As I have mentioned, one thing I enjoyed about the last six weeks of working on Finch was not being connected to the Internet, or to much else. It’s been a long time since I’ve had solitude. The lack of it can eat away at your center. In a writer, it can shorten attention span, make it difficult to get into that deep, submerged place that your power comes from. Instead of allowing things to come into you, you are continually projecting things out from you, if that makes any sense. It will seem as if you are in a sense accumulating more power, but in fact you are diminished because nothing is flowing into you. It creates fatigue, and a certain amount of irritation.
Now that I have perspective and more balance, I can also see how much white noise I’ve allowed to accumulate around me. Except it’s not really white noise–it’s more of a dark noise, a noise with a substance and texture like an electric shock or sandpaper. It’s a barrage of positive reviews, negative reviews, good vibes from a contact made, bad vibes from a contact made, anger and irritation and satisfaction and fondness and love originating from a hundred glimpsed or participated in electronic conversations. Taken separately, it’s harmless enough, but all bundled together it equates to a hundred received ideas trying to get into your skull.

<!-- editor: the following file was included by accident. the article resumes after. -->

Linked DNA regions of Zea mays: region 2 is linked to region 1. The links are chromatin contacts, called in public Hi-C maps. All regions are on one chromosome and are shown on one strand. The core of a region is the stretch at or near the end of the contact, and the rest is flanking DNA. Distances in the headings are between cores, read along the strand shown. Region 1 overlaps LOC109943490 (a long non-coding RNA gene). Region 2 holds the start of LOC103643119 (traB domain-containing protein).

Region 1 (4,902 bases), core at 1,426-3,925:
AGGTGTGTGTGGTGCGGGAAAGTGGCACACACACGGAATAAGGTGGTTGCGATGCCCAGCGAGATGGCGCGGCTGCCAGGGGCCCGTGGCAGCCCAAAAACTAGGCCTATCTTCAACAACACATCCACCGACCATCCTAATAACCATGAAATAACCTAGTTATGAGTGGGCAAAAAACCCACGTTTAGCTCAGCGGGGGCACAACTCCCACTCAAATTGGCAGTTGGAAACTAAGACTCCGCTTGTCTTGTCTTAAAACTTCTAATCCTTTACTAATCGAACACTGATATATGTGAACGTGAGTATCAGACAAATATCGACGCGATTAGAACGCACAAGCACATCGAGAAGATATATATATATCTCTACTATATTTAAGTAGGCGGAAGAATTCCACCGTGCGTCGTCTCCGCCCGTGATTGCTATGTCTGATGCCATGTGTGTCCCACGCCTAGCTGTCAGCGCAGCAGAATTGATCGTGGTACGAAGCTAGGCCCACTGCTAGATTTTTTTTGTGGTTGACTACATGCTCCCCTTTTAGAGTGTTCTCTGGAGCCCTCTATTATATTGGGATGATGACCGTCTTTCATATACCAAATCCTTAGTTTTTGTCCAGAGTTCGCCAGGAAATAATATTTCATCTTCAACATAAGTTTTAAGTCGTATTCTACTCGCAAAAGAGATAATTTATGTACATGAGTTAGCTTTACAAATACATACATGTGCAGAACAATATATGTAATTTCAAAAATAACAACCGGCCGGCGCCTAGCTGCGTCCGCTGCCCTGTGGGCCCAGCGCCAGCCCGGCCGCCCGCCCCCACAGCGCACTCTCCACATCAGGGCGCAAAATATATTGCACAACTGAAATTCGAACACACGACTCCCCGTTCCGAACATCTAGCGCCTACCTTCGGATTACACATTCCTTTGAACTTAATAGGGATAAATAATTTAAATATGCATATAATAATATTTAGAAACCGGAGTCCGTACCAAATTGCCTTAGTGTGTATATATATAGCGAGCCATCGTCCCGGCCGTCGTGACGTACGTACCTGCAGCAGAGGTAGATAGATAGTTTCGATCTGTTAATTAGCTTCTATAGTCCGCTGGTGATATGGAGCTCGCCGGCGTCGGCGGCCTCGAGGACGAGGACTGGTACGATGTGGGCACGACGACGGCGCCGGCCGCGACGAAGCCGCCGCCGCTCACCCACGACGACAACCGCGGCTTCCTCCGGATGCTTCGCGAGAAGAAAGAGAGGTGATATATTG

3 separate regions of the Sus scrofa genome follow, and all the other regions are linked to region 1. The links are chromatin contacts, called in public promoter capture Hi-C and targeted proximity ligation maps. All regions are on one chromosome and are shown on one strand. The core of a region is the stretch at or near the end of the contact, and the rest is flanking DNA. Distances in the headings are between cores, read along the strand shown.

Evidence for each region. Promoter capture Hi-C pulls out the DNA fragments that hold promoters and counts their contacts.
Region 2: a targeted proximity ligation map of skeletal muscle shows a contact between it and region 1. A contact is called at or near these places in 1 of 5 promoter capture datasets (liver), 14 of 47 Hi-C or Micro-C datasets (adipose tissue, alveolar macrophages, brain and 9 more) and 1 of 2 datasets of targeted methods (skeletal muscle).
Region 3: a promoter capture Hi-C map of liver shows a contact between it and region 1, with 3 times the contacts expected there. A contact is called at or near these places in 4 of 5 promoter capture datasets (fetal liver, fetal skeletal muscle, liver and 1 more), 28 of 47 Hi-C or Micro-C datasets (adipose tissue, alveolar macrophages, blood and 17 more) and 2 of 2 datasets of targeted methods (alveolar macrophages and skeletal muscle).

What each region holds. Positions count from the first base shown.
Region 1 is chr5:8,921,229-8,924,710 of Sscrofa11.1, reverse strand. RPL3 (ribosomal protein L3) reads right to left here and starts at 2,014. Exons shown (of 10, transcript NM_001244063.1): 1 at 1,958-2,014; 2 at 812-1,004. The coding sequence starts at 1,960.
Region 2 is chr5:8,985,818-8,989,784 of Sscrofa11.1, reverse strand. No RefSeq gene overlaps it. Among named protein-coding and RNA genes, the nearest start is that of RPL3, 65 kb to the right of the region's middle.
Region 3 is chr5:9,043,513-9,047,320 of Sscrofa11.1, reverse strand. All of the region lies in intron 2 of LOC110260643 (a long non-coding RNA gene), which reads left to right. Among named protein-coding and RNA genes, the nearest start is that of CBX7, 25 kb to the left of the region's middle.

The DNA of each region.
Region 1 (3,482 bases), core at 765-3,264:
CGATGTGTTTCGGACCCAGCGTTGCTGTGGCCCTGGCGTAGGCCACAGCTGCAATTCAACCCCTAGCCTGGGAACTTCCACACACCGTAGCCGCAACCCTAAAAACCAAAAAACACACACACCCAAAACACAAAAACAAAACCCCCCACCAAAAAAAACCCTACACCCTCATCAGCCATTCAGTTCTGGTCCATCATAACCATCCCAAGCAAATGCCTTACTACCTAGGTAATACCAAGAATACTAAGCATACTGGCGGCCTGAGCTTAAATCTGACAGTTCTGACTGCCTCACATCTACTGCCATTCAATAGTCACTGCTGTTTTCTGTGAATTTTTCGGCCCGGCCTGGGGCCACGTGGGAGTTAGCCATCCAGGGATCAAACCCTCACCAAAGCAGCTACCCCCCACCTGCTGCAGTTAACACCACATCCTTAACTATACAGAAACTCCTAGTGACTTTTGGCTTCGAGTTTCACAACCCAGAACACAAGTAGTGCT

The total immersion on Finch has allowed me to “reset”. When I start to seriously get back into various writing projects next week, I’ll again be off the internet in the mornings. I’ll use afternoons for nonfiction. I’ll use evenings for edits to Finch and to read the Penguin Classics. A highly structured schedule will be imposed on my days…in order to have the time to write effectly. The 60-in-60 continues to be useful, too, in making me stop and focus on something serious every day. Although I’m sure I’ll be sick of it some days, I also welcome the ways in which this exercise makes me become patient.
Whenever I’m at the end of either writing a book or a tough, long campaign for a book I’ve written or edited, I begin to turn away from it–it’s just a husk, a skeleton, dry and brittle–and I turn toward this kind of space that is not yet filled or complete. It’s dark around the edges. It might contain a horizon, or it might just be a field of stars. There’s a sense of something coming down from above, from a distance, at a great speed, but so far away that even if I saw what it was it would appear to be moving slowly. I can sense the need to become receptive to what’s coming.
But now, as a full-time freelancer, I have both more and less freedom. On the one hand, I am writing all the time. On the other, I am writing all the time. I also have an addiction to the internet, and I have to be careful to manage my time there.
So I find new and unique ways to recharge, and I rely more and more on what would seem from the outside like a straitjacket of a schedule. But from that rigidity comes freedom.
(Adapted from an entry that appeared on the old blog a few years back.)